It is not known why viable hepatocytes in fatty livers are vulnerable to necrosis, but associated mitochondrial alterations suggest that reactive oxygen species (ROS) production may be increased. Although the mechanisms for ROS-mediated lethality are not well understood, increased mitochondrial ROS generation often precedes cell death, and hence, might promote hepatocyte necrosis. The aim of this study is to determine if liver mitochondria from obese mice with fatty hepatocytes actually produce increased ROS. Secondary objectives are to identify potential mechanisms for ROS increases and to evaluate whether ROS increase uncoupling protein (UCP)-2, a mitochondrial protein that promotes ATP depletion and necrosis. Compared to mitochondria from normal livers, fatty liver mitochondria have a 50% reduction in cytochrome c content and produce superoxide anion at a greater rate. They also contain 25% more GSH and demonstrate 70% greater manganese superoxide dismutase activity and a 35% reduction in glutathione peroxidase activity. Mitochondrial generation of H(2)O(2) is increased by 200% and the activities of enzymes that detoxify H(2)O(2) in other cellular compartments are abnormal. Cytosolic glutathione peroxidase and catalase activities are 42 and 153% of control values, respectively. These changes in the production and detoxification of mitochondrial ROS are associated with a 300% increase in the mitochondrial content of UCP-2, although the content of beta-1 ATP synthase, a constitutive mitochondrial membrane protein, is unaffected. Supporting the possibility that mitochondrial ROS induce UCP-2 in fatty hepatocytes, a mitochondrial redox cycling agent that increases mitochondrial ROS production upregulates UCP-2 mRNAs in primary cultures of normal rat hepatocytes by 300%. Thus, ROS production is increased in fatty liver mitochondria. This may result from chronic apoptotic stress and provoke adaptations, including increases in UCP-2, that potentiate necrosis.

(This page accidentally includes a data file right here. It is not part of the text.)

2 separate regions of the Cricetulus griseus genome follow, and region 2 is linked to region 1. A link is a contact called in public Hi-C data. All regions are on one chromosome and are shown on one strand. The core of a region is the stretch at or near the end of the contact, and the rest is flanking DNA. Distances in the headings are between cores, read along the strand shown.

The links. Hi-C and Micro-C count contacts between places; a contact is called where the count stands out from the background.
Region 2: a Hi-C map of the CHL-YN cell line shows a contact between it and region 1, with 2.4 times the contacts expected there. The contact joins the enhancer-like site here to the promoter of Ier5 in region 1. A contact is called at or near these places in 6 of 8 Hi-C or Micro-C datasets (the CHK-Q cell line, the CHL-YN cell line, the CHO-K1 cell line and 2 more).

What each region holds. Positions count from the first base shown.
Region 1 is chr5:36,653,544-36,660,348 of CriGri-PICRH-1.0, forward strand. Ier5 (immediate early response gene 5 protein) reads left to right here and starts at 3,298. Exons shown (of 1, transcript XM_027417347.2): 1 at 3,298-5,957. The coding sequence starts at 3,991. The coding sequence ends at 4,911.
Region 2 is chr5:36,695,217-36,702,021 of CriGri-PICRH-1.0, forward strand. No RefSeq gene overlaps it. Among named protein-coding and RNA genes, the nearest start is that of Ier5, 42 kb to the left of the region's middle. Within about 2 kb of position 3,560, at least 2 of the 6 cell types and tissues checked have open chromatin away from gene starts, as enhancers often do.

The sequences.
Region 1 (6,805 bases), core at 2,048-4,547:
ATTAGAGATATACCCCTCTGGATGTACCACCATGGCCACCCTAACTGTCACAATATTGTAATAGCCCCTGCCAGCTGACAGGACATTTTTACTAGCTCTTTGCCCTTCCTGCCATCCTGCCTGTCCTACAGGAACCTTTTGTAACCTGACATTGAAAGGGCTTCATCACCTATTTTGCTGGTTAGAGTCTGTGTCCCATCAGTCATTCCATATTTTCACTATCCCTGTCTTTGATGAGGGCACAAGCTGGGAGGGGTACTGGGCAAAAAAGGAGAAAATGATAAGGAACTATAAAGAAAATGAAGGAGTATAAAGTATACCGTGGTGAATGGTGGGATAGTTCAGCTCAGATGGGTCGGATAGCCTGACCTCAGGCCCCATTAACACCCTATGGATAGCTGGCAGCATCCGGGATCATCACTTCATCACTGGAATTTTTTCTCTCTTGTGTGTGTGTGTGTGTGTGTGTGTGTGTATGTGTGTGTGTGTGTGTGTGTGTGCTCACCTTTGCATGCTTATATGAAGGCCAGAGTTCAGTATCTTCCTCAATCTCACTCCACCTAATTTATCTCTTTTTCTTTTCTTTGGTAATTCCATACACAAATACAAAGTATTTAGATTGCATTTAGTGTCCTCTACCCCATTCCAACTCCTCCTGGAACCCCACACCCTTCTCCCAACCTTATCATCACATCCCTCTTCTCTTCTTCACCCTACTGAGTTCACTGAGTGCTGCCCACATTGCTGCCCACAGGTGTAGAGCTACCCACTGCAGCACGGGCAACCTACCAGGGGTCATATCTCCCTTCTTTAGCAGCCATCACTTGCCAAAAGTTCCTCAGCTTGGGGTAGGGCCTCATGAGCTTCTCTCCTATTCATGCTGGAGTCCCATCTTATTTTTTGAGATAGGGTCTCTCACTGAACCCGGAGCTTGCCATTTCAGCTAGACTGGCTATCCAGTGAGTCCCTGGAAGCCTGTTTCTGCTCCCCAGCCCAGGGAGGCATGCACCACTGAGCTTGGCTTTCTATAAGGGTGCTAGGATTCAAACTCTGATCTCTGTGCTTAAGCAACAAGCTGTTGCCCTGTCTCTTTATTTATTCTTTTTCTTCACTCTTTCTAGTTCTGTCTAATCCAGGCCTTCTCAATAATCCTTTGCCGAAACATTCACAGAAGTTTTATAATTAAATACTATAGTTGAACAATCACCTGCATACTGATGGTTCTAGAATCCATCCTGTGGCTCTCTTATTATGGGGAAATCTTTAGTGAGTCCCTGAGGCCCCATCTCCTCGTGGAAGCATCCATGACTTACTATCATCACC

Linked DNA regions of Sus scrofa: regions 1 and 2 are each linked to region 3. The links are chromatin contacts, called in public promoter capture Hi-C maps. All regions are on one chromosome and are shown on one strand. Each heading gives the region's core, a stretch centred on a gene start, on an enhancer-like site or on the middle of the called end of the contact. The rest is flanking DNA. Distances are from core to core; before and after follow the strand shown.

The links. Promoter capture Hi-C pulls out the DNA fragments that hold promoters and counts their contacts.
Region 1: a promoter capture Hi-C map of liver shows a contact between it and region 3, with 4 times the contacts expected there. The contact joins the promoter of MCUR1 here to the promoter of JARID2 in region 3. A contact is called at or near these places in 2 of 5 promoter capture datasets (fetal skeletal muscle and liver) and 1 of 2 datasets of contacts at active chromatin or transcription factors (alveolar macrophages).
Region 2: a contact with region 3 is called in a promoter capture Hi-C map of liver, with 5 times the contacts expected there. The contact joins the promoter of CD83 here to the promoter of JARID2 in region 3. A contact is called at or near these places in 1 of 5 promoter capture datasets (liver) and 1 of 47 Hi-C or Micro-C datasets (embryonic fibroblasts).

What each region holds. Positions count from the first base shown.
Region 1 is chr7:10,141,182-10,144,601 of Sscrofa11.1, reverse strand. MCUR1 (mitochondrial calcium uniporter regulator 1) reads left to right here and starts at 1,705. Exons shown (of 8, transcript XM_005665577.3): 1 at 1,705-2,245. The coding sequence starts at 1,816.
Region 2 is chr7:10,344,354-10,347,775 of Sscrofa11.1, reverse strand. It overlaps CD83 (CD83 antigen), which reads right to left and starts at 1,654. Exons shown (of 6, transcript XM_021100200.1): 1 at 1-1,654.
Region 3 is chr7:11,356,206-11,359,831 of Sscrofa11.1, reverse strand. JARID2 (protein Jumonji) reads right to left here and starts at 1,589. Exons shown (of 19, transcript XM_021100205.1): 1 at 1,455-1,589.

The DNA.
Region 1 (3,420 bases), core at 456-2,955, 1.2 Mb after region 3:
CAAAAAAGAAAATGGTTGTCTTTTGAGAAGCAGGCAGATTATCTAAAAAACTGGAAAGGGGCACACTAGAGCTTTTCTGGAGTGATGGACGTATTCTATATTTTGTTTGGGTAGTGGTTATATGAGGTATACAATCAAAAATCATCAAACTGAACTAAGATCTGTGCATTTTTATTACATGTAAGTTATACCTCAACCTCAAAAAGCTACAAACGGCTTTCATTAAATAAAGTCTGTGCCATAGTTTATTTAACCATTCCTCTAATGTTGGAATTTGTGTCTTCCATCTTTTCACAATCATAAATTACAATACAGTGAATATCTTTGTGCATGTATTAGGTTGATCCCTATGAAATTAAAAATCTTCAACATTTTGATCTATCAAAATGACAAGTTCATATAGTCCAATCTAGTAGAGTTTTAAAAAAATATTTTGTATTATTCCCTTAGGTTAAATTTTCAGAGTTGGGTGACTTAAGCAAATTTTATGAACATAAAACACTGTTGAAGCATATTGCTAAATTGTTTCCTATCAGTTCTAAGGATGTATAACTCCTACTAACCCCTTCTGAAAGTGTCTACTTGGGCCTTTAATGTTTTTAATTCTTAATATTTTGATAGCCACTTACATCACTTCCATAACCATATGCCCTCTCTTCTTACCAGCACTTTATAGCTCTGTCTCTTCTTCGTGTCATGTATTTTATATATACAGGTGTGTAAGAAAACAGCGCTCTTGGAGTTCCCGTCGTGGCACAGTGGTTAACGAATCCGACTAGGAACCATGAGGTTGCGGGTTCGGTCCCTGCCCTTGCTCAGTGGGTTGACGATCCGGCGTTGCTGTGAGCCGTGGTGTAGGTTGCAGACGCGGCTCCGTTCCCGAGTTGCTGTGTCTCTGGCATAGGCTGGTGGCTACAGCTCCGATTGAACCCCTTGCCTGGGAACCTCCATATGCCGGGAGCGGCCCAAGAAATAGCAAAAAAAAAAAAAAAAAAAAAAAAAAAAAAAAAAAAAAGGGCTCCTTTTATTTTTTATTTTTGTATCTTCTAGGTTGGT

Copyright 2000 Academic Press.